“The results for utilising JAWS have really been more than we'd hoped for, and what it's allowed us to do during periods like Covid-19 is actually tailor our messaging to [end users],” Davis said.
“We've had some really great work with a community reference group, comprising customer advocates, where we've been able to identify through JAWS really quite quickly customers that a) could have been vulnerable, and b) have had over-usage.
“What we're trying to do in both instances is ensure the message is getting to them that they can change their behaviour.
“By working with the community reference group, we've also been able to tailor our SMS messaging as well, so that the messaging isn't intrusive, and it doesn't look like ‘big brother’ is looking at you.”
Davis said that vulnerable customers could be advised of support options available to them.
This is explained more in the written case study: “Jemena sent communications to its electricity customers who had demonstrated a loss in consumption to ensure they were aware of the support programs available, such as their energy education partnerships with Australian Energy Foundation (AEF) and Uniting.”
Jemena said it also intended to use JAWS to trial proactive demand response management on particularly hot days over summer.
“We're going to reach out to customers that, during peak events, use more than 30 percent [more] power than they traditionally would,” Davis said.
“The real beauty of it is rather than just looking at days, we're actually taking a number of variables like the weather, the day of the week, and other other key variables [into account to] give us really rich insight.
“We trialled [this] on a small scale with [in 2019-20] and we had really strong results around people proactively wanting to do the right thing by the community, and by the grid as well.”
Jemena also intends to use JAWS to glean insights that could help it make future investment decisions with regards to its infrastructure.
This may help the company keep a lid on its charges and also respond to changes in the distribution market, as more households run their own generation assets like solar arrays.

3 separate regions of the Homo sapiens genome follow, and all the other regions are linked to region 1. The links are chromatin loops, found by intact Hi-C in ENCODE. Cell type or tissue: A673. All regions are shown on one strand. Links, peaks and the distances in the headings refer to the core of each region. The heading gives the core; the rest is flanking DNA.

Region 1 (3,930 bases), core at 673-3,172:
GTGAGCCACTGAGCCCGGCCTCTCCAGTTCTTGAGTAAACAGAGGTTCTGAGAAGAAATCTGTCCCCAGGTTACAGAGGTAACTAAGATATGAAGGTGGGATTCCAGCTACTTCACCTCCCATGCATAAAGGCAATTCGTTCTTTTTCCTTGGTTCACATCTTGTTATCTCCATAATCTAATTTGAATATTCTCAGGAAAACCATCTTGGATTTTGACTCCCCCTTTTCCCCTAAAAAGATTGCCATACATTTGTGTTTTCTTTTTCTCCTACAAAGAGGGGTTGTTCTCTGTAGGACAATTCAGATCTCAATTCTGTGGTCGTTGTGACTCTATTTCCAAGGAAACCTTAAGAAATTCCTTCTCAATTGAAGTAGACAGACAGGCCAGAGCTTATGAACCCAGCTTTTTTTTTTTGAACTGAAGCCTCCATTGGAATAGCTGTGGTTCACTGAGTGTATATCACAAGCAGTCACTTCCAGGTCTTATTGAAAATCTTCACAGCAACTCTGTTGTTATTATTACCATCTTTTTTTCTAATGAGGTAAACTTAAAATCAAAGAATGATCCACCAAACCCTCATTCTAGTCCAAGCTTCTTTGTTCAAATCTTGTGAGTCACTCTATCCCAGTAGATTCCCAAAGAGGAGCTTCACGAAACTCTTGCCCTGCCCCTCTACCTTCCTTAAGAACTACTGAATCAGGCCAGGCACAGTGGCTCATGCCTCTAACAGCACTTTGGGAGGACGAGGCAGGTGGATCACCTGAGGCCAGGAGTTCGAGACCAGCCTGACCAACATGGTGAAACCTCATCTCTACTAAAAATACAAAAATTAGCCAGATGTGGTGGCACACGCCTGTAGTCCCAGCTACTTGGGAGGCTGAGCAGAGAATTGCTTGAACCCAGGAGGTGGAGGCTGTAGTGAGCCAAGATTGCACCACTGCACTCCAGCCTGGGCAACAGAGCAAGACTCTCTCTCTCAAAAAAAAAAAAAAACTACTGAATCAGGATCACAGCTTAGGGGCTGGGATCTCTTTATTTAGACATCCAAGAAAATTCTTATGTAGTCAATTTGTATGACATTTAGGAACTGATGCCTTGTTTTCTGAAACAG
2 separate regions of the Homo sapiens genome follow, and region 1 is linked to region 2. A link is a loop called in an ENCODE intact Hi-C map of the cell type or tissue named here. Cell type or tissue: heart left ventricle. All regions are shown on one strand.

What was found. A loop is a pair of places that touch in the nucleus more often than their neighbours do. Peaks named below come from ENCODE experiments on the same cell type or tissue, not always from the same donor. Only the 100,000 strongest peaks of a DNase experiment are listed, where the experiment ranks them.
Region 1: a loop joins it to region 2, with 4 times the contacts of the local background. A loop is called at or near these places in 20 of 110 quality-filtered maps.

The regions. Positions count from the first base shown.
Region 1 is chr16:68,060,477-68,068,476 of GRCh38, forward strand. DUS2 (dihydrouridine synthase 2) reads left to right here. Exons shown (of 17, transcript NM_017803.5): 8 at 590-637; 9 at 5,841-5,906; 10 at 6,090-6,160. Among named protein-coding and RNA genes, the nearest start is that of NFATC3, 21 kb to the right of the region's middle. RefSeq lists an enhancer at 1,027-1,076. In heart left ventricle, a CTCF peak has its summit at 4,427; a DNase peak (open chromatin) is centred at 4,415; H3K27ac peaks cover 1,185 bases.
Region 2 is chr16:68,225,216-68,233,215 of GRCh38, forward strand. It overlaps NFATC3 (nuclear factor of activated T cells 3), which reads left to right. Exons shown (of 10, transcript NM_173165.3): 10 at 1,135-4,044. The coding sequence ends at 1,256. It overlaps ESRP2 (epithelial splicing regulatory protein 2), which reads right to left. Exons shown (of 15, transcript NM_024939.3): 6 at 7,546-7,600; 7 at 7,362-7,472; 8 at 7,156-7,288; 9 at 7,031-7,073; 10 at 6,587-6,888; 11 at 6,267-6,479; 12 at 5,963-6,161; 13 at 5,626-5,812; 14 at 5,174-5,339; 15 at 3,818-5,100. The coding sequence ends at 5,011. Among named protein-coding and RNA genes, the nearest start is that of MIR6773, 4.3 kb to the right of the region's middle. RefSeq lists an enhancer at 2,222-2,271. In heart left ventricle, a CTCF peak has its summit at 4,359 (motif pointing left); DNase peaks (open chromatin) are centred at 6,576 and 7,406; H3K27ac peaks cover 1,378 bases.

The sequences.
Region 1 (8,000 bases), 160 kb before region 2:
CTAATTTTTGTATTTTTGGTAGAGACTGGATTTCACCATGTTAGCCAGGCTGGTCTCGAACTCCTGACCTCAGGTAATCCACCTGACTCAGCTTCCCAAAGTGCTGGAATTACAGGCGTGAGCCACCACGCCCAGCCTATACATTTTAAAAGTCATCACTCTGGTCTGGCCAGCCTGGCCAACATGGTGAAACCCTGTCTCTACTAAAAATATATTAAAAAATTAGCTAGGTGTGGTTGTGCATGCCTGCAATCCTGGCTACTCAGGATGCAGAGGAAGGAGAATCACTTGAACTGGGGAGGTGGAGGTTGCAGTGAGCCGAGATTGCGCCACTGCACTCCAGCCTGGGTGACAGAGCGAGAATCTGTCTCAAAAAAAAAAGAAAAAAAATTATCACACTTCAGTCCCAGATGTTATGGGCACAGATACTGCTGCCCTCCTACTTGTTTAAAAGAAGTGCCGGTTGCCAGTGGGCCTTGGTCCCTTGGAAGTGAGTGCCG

“What we're also looking at - and we've successfully implemented - is trying to figure out what the future network will look like and how customers' consumption and purchasing behaviour is changing,” Davis said.
“We thought we had a very good handle on the amount of batteries, solar and EVs [electric vehicles] in our network, but what JAWS has actually allowed us to do is drill down and figure out which households actually do have solar, and that's starting to help shape our thinking around where we need to invest for a DER [distributed energy resources]-rich environment, which as everybody knows isn't too far away.”
Mills said the customer segmentation models run over data in JAWS helped Jemena understand these changing patterns and trends.
“We believed that if we didn't actually really understand how our customers were using our network today, how they responded to different times of day or to different temperature changes, we wouldn't be able to prepare for the future, prepare for more solar on rooftops, prepare for electric vehicles/ batteries, and a number of other different technologies that probably haven't been invented yet, but will be coming onto our network in the future,” she said.
“If that’s the future, we need to start to understand our customers now, so we can work with them to respond to that.
“That's where the customer segmentation modelling came in: really looking at actually understanding the customer's behaviors, because that's what we had to be able to inform what we knew about the customers.”
Davis said that insight would ensure Jemena remained both “relevant” and cost-efficient.
“It's starting to inform our future investment decisions and that's only an upside for two reasons,” he said.
“One is obviously we will build a network that people want and we remain relevant.
“But most importantly, it helps ensure that we keep our prices that we're charging the customers as low as reasonably possible, and that's only a good thing.
“So we're starting to make really informed decisions.”